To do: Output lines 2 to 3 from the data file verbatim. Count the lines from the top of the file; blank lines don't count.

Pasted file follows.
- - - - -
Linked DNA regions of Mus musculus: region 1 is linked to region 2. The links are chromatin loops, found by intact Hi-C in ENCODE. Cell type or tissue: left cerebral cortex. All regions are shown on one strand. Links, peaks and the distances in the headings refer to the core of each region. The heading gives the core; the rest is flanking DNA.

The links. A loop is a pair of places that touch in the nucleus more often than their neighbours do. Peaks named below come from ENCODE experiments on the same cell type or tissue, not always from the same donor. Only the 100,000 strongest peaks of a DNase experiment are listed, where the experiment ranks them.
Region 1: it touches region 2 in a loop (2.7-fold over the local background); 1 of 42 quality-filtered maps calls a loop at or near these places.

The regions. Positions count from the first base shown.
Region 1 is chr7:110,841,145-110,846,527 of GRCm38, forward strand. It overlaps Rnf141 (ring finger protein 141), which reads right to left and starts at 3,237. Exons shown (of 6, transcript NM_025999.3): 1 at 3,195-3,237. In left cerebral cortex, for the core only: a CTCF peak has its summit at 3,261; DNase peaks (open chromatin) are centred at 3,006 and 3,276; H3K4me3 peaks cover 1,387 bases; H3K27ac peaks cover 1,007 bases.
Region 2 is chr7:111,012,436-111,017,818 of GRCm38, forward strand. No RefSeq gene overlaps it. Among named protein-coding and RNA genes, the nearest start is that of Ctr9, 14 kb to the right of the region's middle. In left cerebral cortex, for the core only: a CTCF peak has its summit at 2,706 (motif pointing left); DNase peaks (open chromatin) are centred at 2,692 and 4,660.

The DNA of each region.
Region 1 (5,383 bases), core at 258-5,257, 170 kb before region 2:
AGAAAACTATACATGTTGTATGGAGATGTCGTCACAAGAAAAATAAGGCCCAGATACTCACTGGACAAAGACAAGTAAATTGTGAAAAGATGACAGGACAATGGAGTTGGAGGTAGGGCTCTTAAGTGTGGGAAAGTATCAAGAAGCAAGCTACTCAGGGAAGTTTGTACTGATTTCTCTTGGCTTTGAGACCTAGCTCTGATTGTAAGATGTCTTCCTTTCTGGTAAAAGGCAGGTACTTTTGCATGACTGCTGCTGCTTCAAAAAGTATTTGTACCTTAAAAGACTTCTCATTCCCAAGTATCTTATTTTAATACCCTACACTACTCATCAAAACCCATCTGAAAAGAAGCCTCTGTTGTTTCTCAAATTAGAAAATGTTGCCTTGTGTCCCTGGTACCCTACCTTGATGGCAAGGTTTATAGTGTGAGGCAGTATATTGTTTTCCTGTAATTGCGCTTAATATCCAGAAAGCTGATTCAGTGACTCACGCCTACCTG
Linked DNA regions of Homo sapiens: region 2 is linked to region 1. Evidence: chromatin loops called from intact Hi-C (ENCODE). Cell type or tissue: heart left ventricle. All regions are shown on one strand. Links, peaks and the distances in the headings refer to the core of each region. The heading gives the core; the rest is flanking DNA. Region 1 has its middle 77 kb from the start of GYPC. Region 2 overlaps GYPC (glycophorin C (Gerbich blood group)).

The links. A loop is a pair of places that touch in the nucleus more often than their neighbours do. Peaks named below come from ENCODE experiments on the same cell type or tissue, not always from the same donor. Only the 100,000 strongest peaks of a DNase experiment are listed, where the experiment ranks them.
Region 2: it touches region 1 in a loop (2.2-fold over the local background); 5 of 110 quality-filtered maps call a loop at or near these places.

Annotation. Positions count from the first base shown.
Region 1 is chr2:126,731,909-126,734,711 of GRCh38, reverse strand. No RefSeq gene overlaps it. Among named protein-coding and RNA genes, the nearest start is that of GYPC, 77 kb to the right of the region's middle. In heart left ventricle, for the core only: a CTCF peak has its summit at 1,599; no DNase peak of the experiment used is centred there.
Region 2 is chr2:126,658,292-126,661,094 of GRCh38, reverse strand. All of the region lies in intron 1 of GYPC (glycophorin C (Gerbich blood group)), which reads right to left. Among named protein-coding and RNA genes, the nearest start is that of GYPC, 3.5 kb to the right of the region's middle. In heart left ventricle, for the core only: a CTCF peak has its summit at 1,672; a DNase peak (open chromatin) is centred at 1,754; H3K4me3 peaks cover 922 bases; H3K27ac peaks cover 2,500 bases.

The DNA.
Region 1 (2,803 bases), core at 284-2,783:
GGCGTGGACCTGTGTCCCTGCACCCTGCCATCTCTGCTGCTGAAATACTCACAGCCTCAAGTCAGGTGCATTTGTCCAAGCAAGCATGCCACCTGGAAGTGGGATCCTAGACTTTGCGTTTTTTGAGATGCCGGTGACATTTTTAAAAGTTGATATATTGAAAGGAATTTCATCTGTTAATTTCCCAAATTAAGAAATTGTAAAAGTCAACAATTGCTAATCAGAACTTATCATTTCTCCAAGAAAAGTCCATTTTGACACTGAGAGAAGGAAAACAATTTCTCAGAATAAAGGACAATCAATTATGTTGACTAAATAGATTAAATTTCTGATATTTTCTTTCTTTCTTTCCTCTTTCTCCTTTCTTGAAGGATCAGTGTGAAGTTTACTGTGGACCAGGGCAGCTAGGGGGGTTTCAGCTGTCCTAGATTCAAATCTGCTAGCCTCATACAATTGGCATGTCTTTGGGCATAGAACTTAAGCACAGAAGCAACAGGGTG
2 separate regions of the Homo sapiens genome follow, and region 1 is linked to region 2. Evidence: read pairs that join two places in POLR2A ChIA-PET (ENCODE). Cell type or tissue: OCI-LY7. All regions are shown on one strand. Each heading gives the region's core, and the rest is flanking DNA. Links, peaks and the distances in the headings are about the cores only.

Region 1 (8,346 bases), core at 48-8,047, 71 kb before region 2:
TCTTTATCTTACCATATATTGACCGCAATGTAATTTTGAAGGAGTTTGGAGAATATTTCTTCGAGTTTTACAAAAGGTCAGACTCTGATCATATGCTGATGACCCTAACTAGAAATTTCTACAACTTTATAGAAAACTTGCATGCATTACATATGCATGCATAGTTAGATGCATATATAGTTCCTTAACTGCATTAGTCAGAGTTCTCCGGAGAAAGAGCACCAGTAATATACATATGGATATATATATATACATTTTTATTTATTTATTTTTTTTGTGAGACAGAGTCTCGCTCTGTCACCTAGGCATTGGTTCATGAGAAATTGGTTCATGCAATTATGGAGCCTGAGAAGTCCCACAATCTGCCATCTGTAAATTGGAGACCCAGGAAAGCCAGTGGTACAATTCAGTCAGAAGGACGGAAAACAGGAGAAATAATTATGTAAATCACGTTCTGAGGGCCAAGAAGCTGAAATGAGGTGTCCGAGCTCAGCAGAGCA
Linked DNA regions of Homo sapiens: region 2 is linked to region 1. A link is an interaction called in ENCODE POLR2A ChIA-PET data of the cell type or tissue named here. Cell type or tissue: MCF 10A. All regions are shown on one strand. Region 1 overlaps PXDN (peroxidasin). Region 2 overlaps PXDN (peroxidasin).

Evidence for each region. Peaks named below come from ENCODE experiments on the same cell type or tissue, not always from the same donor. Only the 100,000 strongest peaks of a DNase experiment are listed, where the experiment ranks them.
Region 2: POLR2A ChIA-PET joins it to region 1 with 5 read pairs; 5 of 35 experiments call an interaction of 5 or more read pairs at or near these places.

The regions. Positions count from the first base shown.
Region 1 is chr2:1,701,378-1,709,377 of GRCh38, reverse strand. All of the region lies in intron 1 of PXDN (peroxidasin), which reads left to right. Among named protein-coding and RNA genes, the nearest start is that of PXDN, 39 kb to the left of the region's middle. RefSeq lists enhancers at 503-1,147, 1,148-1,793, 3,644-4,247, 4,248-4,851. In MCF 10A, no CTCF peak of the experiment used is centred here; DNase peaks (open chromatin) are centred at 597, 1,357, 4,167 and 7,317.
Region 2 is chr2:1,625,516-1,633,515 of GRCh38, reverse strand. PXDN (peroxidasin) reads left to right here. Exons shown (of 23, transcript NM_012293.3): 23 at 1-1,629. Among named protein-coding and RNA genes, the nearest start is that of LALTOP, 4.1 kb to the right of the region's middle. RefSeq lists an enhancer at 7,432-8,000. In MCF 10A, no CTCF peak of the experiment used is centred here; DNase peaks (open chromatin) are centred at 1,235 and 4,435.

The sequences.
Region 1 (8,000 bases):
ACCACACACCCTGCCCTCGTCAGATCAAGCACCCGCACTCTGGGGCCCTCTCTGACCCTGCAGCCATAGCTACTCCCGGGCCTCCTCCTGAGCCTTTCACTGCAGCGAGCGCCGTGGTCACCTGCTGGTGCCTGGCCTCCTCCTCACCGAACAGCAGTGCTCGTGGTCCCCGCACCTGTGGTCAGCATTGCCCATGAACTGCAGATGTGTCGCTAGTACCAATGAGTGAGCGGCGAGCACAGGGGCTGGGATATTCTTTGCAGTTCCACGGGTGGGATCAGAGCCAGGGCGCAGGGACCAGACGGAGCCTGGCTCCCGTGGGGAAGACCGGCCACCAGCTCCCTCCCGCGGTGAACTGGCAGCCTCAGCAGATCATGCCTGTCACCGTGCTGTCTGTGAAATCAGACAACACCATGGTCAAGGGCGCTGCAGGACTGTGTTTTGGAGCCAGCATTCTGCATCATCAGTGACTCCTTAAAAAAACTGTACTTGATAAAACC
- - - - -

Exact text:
The links. A loop is a pair of places that touch in the nucleus more often than their neighbours do. Peaks named below come from ENCODE experiments on the same cell type or tissue, not always from the same donor. Only the 100,000 strongest peaks of a DNase experiment are listed, where the experiment ranks them.
Region 1: it touches region 2 in a loop (2.7-fold over the local background); 1 of 42 quality-filtered maps calls a loop at or near these places.